Cheryl Davis discusses the ins and outs of protecting your intellectural property. Photo courtesy Cheryl Davis.Why should designers care about design in the context of intellectual property?

A designer’s stock-in-trade is his/her designs, which are, by their very nature, “intellectual property.”  It just makes good business sense to protect the source of your income.  Even if you don’t intend to use the design again, retaining ownership of it may give you leverage.  For example, if the client refuses to pay you for your design services, you may be able to withdraw permission to use your design until the dispute has been resolved. If you choose to transfer your intellectual property rights, you should at least use them as a bargaining chip, rather than simply giving them away.

What are some mistakes designers make when it comes to protecting (or not protecting) their intellectual property?

One of the worst mistakes is failing to address ownership of the intellectual property at the start of the relationship.  If the agreement doesn’t clearly state who owns the designs, the client may presume that s/he owns the designs outright (a common misconception) and feel free to solicit and retain other designers to use your designs without your permission.  If ownership of the designs is clear from the outset, the parties know where they stand.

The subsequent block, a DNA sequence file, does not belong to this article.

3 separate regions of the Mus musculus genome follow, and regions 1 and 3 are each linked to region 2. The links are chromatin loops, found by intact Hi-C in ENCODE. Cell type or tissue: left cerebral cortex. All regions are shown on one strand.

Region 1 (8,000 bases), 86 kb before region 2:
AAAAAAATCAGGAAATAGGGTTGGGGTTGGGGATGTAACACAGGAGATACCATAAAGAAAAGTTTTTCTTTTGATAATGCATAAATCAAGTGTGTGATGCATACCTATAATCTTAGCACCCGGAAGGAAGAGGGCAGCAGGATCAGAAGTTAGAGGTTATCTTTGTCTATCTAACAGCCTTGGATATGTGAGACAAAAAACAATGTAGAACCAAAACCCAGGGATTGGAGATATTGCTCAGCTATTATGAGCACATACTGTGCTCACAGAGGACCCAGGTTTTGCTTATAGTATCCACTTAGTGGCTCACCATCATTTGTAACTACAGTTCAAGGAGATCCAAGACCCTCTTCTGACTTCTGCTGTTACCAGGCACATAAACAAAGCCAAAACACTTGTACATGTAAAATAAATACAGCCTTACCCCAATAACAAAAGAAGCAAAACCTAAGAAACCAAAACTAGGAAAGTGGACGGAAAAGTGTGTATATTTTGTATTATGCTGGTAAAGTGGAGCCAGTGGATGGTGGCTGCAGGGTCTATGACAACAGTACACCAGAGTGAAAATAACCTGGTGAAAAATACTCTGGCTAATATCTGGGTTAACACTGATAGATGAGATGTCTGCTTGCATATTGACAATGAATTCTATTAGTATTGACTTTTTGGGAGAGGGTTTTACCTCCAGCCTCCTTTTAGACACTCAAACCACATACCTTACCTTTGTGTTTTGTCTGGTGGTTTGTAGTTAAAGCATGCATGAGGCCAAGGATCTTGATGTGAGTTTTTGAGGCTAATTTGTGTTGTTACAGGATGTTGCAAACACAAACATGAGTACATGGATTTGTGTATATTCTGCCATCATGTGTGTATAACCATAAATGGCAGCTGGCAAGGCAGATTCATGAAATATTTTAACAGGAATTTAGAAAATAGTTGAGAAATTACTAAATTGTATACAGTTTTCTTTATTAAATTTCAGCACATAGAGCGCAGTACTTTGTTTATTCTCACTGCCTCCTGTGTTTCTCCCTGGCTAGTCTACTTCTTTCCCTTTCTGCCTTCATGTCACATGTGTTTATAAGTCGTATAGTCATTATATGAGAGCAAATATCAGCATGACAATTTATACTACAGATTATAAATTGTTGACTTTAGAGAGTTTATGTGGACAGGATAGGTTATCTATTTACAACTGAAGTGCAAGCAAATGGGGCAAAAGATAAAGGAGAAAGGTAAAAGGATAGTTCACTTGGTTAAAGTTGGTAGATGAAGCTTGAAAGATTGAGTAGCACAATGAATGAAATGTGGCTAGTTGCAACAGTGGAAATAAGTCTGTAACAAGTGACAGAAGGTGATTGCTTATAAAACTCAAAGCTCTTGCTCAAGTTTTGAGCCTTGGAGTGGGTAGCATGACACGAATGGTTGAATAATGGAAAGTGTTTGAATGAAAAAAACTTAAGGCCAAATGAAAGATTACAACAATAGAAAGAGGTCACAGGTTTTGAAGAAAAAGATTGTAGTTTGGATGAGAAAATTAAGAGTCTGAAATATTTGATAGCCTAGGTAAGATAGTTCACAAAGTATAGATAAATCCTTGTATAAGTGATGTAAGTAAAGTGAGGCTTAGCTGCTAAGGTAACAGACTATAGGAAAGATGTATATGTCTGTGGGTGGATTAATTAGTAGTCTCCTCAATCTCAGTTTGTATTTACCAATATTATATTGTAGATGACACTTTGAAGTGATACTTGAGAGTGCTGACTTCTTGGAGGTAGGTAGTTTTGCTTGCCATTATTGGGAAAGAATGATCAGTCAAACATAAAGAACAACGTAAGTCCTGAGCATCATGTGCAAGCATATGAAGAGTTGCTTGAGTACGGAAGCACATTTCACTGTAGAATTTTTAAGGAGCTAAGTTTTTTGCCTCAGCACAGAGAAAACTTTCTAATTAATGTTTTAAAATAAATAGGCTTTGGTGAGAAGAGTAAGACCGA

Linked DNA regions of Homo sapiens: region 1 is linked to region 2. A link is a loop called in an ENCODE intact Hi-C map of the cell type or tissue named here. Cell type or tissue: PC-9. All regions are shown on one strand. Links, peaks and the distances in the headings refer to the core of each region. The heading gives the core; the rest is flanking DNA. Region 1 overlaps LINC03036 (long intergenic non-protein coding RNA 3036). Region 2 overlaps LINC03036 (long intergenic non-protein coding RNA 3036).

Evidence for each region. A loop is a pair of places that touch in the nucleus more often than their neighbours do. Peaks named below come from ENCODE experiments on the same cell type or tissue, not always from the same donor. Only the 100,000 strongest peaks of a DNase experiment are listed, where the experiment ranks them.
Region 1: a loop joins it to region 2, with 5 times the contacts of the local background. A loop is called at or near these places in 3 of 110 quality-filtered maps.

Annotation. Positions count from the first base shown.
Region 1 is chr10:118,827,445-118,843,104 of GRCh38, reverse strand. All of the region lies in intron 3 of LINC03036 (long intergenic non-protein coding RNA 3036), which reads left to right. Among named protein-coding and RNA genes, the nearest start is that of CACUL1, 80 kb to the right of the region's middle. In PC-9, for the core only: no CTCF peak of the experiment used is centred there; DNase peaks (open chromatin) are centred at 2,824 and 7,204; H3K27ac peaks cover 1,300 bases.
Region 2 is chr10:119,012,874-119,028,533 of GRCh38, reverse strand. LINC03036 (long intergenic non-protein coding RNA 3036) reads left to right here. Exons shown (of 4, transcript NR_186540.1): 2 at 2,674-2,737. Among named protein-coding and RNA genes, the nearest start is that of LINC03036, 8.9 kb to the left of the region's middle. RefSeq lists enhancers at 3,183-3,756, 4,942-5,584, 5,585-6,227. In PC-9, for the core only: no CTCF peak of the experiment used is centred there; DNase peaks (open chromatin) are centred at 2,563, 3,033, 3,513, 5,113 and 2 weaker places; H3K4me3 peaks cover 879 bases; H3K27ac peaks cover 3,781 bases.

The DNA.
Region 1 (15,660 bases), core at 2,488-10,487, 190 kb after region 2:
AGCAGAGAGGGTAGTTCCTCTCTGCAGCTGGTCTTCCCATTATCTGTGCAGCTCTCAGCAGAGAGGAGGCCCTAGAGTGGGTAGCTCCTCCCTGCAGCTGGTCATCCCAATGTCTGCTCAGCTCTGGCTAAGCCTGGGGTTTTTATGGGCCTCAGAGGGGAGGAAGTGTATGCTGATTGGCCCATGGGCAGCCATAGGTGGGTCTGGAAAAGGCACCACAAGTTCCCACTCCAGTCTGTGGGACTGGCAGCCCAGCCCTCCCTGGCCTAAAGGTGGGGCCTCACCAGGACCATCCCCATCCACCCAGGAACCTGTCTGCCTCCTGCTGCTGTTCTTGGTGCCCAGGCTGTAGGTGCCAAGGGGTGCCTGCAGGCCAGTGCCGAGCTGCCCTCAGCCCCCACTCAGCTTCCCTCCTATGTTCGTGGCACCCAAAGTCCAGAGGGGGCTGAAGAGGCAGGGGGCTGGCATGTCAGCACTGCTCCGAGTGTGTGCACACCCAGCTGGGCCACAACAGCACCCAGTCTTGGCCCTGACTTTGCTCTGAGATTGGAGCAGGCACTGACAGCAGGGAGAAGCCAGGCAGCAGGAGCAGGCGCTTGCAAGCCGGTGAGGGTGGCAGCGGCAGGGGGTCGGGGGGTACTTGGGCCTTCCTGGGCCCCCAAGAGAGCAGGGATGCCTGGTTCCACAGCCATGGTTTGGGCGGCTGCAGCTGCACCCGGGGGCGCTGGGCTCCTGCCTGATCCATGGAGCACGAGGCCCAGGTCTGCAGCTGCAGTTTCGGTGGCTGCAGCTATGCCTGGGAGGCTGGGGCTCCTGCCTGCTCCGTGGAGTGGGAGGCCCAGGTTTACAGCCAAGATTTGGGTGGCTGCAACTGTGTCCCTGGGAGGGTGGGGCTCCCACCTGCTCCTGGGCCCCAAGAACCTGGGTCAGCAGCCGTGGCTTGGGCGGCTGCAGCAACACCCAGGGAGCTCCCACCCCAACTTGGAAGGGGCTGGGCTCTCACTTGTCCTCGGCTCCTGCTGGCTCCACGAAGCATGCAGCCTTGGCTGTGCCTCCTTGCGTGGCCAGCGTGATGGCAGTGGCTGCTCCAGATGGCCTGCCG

By using patents properly, what can designers get out of them?

It’s sometimes difficult to obtain a copyright for what are termed “useful articles”namely “an object that has an intrinsic utilitarian function”, such as a chair or a table.  While copyright can protect the ornamentation and stylistic curlicues that make an item unique, it can be difficult to get the Copyright Office to find such ornamentation protectable, especially where it is difficult to clearly distinguish it from the useful nature of the article. However, a design patent—which protects the “new original and ornamental design for an article of manufacture”—may enable you to protect your product designs even when the copyright law won’t.

How can designers protect their work?

By making sure their agreements expressly state that the designer owns the intellectual property in her/his designs. They should also put proper notice on the designs when circulating them to clients, as well as registering the copyright and/or design patents in their designs.

What's the impact of an increasingly digital world have on designers' intellectual property?

It provides more ways in which the intellectual property can be exploited—and in which it can be infringed. The more people who see your designs via websites, Twitter, Pinterest or other media, the more likely it is that people will be intrigued by them and want to buy your services or your products. Conversely, images may be taken from your website and used as part of a digital advertising campaign for a product you disapprove of without your permission.  Ease of access can cut both ways.